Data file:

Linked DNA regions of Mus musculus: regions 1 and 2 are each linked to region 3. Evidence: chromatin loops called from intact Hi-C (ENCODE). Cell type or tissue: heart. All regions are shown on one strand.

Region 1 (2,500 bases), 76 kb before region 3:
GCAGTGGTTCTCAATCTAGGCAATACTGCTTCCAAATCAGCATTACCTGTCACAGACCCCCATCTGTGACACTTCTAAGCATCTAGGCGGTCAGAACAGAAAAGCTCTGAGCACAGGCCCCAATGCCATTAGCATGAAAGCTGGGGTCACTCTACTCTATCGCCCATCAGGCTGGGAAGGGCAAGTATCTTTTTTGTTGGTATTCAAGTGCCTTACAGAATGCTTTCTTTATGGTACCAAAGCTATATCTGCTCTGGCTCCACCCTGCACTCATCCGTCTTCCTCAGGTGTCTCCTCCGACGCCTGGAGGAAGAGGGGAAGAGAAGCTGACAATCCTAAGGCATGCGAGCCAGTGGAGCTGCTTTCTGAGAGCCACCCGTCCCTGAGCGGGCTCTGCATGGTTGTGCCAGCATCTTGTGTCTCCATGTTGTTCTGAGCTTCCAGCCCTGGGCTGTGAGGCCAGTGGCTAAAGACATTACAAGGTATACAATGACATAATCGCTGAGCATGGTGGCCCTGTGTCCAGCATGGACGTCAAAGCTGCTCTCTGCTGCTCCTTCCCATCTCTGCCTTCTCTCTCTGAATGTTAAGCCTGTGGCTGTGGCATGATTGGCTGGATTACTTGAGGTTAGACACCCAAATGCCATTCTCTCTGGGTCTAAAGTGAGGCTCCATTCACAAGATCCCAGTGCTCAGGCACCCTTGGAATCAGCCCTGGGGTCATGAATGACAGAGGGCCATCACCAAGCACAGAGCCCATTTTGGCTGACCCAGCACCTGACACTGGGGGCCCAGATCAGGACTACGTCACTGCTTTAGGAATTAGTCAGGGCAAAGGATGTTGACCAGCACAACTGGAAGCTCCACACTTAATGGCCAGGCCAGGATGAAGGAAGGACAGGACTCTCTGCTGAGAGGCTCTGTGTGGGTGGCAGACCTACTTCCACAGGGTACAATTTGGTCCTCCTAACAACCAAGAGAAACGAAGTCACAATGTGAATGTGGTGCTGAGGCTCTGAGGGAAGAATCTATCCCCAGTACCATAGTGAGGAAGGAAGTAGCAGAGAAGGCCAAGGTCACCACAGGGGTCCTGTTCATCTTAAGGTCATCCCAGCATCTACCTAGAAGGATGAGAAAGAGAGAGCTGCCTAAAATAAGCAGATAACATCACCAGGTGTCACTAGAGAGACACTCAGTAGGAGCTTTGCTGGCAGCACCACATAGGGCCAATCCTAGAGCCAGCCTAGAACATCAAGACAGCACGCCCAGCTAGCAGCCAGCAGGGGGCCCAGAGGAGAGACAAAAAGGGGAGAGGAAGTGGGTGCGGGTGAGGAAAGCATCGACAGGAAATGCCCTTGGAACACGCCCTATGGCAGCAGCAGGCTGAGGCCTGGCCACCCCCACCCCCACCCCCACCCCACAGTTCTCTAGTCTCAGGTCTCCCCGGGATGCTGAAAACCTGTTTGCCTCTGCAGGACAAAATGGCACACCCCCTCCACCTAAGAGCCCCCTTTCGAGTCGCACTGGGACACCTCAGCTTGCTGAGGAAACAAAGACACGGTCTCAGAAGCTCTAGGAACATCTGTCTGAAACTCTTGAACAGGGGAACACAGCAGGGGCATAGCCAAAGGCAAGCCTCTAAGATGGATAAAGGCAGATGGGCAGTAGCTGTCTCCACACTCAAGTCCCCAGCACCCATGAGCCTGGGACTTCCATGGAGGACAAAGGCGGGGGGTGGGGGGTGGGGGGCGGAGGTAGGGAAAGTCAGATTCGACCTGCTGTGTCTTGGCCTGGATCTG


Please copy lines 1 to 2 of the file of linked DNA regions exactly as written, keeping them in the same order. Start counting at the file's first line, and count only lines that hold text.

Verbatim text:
Linked DNA regions of Mus musculus: regions 1 and 2 are each linked to region 3. Evidence: chromatin loops called from intact Hi-C (ENCODE). Cell type or tissue: heart. All regions are shown on one strand.

Region 1 (2,500 bases), 76 kb before region 3: